Coronavirus: Not the Equal Opportunity Virus We’ve Been Told It Is

The coronavirus pandemic has been yet another reminder of how many Americans live on the edge. Whether it’s food insecurity, economic insecurity, housing insecurity, existing health risks, or racial injustice, we’re seeing the ways in which vulnerable groups are disproportionately affected by the virus and are unable to cope with its shock.

As CNN explained, in the week ending on March 28, first-time unemployment claims skyrocketed to a record 6.6 million, as businesses continued to shutter in an effort to curb the virus’ spread — shows that people of color are disproportionately affected by the waves of job loss because more hold service-industry or otherwise “expendable” jobs.

Why This Matters: Years of discriminatory policies and growing income inequality have created a perfect storm for COVID-19 to inflict maximum damage. Though we’ve heard that the coronavirus doesn’t discriminate, it actually does. New research links air pollution to higher coronavirus death rates and communities of color as well as low-income ones are exposed to toxic air at far higher rates than their whiter and wealthier counterparts.

Go Deeper: How vulnerable is your community?

This Tweet: From the Environmental Voter Project’s Nathaniel Stinnett,

The Big Picture: As the Washington Post reported, the daily death toll from coronavirus in the United States surpassed 1,800 on Tuesday, marking a new global high for the number of deaths linked to the virus in one country in a single day.

The Good News: Wuhan, China, where COVID-19 is thought to have originated finally lifted its lockdown after 11 weeks. Nonetheless, the city’s liberation was greeted with anger and anxiety about the manner in which officials first handled the outbreak.

Shady Moves: As Politico reported, President Trump has upended the panel of federal watchdogs overseeing the implementation of the $2 trillion coronavirus law.

By The Numbers: Take a look at coronavirus peaks by state, a look into how social distancing measures are helping in the states that are implementing them.

Up Next

Can An App Predict The Next Pandemic?

Can An App Predict The Next Pandemic?

By Natasha Lasky, ODP Staff Writer

There are about 1.7 million viruses that afflict mammals and birds, and about half of them could potentially infect humans, just like COVID-19, SARS, HIV, and Ebola. But a team of researchers at UC Davis are attempting to help prevent another pandemic from disrupting the world, by creating an app called SpillOver.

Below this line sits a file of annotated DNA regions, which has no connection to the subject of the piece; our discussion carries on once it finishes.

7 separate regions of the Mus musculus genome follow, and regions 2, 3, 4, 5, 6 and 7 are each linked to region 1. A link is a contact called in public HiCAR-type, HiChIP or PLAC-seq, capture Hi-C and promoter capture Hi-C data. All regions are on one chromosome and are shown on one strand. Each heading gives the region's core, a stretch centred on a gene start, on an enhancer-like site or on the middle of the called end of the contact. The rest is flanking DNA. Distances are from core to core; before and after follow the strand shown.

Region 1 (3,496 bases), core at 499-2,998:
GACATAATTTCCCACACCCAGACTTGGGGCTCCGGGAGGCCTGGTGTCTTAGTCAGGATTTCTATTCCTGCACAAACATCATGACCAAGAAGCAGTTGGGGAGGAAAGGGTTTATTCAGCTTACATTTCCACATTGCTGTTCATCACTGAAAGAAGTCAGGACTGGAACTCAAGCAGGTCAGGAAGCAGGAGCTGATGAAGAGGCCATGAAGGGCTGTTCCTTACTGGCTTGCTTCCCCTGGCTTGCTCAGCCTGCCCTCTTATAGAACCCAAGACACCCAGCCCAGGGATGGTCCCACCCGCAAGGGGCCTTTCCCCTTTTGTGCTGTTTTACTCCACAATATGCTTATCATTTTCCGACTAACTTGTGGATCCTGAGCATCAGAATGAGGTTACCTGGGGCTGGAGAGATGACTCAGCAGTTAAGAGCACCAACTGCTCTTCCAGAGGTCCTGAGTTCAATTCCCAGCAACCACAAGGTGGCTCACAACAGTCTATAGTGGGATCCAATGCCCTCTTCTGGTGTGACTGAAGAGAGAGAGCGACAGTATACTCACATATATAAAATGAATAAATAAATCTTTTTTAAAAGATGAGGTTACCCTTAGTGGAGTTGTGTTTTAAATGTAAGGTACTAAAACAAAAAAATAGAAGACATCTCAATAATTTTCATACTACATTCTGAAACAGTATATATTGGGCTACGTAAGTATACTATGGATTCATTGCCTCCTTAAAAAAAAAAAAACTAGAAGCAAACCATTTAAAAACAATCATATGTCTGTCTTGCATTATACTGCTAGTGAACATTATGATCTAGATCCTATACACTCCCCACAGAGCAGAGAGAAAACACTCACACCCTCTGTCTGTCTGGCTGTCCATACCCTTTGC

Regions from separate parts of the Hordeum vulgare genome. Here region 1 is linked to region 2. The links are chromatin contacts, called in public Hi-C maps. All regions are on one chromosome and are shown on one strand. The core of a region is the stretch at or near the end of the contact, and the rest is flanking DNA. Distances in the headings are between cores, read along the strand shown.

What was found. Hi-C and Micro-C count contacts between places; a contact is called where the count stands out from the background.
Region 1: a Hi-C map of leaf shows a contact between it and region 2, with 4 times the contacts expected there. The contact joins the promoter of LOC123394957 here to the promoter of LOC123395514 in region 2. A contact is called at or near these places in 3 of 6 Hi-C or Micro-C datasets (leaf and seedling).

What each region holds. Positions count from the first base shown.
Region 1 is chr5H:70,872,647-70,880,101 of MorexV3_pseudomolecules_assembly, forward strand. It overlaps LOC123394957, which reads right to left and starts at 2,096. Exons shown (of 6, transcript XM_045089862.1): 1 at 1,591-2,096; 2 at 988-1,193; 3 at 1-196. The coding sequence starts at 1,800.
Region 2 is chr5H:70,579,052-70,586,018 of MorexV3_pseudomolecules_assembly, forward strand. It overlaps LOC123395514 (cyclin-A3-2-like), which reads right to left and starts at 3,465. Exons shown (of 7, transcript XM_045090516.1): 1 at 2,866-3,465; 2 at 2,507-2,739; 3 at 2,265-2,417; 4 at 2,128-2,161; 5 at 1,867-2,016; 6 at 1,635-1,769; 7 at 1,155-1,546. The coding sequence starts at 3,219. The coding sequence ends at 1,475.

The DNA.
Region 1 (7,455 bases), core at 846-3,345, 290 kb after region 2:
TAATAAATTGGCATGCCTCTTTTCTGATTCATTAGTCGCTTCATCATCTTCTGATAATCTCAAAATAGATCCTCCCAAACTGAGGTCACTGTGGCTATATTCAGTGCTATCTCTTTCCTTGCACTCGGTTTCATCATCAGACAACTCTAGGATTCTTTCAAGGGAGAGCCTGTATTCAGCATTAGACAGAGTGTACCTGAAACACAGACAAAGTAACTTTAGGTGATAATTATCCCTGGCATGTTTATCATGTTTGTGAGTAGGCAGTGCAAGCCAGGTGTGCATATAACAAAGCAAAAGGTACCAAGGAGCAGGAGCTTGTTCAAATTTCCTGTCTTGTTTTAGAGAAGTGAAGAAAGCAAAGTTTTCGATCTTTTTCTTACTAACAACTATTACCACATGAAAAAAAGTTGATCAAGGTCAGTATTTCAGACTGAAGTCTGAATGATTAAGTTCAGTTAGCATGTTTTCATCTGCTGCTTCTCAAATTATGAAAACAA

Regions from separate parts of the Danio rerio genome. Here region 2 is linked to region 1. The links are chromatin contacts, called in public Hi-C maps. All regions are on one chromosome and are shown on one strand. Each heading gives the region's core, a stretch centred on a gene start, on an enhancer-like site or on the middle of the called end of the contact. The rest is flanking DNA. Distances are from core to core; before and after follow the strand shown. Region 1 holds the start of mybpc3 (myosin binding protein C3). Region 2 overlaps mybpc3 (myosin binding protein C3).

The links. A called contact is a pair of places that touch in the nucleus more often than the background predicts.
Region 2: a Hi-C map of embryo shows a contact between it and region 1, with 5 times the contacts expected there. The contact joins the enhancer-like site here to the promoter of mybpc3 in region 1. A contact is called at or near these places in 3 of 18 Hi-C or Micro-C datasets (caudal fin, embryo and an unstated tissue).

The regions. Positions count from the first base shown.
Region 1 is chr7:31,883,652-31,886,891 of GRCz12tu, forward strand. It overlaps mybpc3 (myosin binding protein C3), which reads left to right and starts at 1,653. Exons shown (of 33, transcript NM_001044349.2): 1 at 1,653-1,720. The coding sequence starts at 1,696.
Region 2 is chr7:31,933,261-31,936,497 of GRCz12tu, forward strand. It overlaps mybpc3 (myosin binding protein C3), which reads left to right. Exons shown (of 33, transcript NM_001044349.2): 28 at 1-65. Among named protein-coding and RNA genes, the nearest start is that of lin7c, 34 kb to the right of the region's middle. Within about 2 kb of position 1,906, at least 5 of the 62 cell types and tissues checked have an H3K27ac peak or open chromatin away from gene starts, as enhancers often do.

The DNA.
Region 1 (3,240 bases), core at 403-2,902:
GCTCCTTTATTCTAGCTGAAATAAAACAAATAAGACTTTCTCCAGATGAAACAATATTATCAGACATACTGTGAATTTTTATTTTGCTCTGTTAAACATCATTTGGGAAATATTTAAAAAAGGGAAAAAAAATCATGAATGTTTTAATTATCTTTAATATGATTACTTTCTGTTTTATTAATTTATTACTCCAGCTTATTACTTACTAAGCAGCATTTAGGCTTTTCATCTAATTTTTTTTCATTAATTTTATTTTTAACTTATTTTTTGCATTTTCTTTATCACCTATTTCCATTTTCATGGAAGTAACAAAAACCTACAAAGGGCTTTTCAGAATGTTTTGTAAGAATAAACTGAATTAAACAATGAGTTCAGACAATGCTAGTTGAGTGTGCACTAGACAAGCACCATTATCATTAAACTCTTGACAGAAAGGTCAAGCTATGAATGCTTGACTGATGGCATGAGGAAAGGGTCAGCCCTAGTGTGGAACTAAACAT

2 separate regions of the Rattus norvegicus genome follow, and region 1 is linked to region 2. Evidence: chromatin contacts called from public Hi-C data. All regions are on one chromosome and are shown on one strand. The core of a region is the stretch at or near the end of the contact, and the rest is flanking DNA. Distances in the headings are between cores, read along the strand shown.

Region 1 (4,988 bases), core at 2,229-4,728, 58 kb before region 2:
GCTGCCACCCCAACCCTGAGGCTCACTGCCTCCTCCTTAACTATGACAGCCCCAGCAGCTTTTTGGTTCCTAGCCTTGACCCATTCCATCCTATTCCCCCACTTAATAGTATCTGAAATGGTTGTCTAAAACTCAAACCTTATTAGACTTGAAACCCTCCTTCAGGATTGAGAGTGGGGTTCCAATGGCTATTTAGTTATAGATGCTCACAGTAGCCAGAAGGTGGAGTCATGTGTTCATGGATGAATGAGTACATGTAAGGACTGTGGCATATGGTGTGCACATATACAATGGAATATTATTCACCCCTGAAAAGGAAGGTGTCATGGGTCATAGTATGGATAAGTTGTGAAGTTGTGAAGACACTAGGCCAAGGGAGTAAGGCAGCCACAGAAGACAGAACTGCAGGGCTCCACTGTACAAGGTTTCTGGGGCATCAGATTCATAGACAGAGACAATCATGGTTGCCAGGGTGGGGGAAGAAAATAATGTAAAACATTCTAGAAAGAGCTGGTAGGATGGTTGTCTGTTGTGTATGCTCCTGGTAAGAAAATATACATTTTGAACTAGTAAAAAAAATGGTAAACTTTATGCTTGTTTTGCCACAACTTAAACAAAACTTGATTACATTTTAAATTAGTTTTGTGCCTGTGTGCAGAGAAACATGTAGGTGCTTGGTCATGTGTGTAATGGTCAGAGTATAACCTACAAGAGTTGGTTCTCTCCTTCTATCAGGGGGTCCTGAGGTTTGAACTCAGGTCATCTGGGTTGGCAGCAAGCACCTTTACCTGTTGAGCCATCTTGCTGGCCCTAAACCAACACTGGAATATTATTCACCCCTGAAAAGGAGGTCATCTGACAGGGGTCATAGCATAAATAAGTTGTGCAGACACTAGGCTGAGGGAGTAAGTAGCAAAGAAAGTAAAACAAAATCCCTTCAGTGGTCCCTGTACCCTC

Why this Matters:  The scientists creating the app believe that by creating a prioritized watchlist of viruses, we can better have improved detection and thus reduce the risk of disease transmission and maybe even preemptively develop vaccines, therapeutics, and public education campaigns for the viruses that pose the greatest risk.

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Pesticides Are Prevalent and Poisonous

Pesticides Are Prevalent and Poisonous

Pesticides are harmful to insects and other wildlife — including humans. The first real accounting of pesticide poisoning since 1990 found that: 

Why This Matters: We’ve been relying on old data about farmworkers’ exposure to pesticides for the past 30 years, and thus the full picture of the harmful impact of these products on people has been underappreciated.

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63 Organizations Sign Letter to Biden, Protect Wildlife to Prevent Pandemics

63 Organizations Sign Letter to Biden, Protect Wildlife to Prevent Pandemics

A coalition of 63 health, wildlife, and environmental organizations has written a letter urging the Biden administration to adopt policies to combat the increased threat of zoonotic disease spillover into human populations. In the wake of the COVID-19 pandemic, experts say that human population expansion and increased interactions with wildlife, present increased chances for future pandemics as well.

Why This Matters: According to the World Health Organization, there are over 200 known zoonoses, diseases that have jumped from non-human animals to humans.

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